Today’s job market is flooded with prospective employees. As soon as an advertisement is placed, there is a deluge of applications. Being faced with such a vast pool of potential employees can be complicated.
How do you whittle the field down to a shortlist of the best and brightest who will be the most significant asset to the organization?
Even the most experienced HR professionals are faced with this situation and unsure of how to proceed. A gut feeling can wind up taking a heavy financial toll on the company if the wrong person is selected for the job. The financial investment in an employee becomes a reward when that employ contributes positively to the company.
In the hiring process, the company is looking for talented employees who are productive self-starters. How can this be deduced before the person has commenced their employment? It may be a time-consuming process, but worth the result.
Here are some ways to gain some insight into an applicant’s talent and productivity:
- Pre-employment testing
Talking a good game in an interview is easy. An applicant may have all the right answers for the questions, but that doesn’t mean they’re the best person for the job. People try to present an idealized version of themselves and may exaggerate their levels of knowledge and skill to impress the interviewer.
A simple pre-employment test can give the interviewer a more realistic insight into the candidate’s understanding of the job.
The analysis can examine a candidate’s aptitude for the job and some of their personality traits. Of course, these tests are not infallible, but they provide a bigger picture of who the applicant truly is.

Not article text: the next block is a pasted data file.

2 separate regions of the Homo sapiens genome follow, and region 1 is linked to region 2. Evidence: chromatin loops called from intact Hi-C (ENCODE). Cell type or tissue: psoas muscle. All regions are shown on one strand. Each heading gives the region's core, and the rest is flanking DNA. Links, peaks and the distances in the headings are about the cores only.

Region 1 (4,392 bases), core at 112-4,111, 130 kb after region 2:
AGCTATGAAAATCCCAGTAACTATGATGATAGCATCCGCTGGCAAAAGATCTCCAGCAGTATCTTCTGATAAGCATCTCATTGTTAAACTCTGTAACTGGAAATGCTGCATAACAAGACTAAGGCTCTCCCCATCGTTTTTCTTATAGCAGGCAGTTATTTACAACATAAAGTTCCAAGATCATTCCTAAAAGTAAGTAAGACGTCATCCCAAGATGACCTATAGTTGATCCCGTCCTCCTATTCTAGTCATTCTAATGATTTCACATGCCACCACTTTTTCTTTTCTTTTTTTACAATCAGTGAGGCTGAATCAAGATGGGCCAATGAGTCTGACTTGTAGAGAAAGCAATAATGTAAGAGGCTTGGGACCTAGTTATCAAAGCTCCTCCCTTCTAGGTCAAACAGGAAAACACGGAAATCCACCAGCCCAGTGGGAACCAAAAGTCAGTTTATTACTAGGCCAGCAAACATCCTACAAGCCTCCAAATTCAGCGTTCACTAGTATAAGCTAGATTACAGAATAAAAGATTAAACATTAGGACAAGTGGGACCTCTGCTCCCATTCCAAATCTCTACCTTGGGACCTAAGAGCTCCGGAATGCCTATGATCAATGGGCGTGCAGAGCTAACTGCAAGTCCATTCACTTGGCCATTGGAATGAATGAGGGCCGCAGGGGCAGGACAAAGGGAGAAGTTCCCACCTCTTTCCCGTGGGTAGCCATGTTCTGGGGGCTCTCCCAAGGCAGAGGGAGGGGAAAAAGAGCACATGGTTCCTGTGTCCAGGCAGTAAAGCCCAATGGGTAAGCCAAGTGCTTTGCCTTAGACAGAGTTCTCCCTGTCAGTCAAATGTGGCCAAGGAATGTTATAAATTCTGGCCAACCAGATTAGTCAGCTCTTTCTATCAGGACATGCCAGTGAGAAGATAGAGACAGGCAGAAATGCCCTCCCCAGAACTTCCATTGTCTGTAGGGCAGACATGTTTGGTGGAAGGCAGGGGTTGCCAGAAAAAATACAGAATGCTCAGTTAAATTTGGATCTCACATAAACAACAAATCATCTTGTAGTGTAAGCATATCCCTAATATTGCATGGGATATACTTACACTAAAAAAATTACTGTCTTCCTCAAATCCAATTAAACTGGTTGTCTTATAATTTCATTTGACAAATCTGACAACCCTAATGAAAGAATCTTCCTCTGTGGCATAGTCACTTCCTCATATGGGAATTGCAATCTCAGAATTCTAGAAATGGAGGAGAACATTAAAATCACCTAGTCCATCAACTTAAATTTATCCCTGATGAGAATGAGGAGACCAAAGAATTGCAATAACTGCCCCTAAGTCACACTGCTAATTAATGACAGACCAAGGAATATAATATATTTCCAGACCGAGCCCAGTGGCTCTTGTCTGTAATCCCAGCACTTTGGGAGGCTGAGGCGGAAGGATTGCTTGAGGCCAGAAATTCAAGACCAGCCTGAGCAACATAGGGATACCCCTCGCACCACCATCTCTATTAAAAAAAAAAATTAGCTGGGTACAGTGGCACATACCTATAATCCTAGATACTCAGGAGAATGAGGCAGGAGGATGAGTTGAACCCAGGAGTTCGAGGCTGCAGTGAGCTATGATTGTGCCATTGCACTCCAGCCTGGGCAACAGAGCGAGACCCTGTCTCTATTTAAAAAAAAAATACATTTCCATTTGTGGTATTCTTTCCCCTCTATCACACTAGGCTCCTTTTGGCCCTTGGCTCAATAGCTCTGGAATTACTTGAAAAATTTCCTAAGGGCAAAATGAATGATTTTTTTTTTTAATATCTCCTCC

- Drug screening
A mandatory drug and alcohol test gives yet another layer of insight into the character of a candidate. Drug tests reveal if the candidate is using or abusing substances. It is possible there is a dependency problem. Addiction has a profound effect on productivity.
A drug test is an indicator that drugs are present, but it cannot determine if the person is an addict. It should put up a red flag. You don’t need to dismiss the candidate’s application out of hand but exercise caution.
Again, this is not an entirely accurate method of determining talent and productivity. A person who uses drugs may abstain before the interview and have clean test results.
- Structured interview questions
Instead of trotting out routine interview questions, think of some that will give you an insight into the applicant’s character. Base some of them on scenarios that could arise in the position the person is seeking.
Such questions provide the interviewee either the chance to demonstrate their talents or enough rope to hang themselves. Something as simple as asking the interviewee to tell you about their current job gives you some idea of what kind of person they are.
Ask questions that establish that the interviewee knows what the job entails and what they’re expected to do. Then ask them how they plan to accomplish this. Ask them to tell you about negative work experiences and how they handled them. Speak about productivity and get a feel for their approach to getting the job done.
Mention a possible project and ask how they would approach and complete it. Asking someone where they see themselves in five to ten years is a standard question.
Add a twist to it by asking where they see themselves in the future and how this job will get them there. Then tell them where you see the company in five to ten years and ask how they plan to contribute to that vision.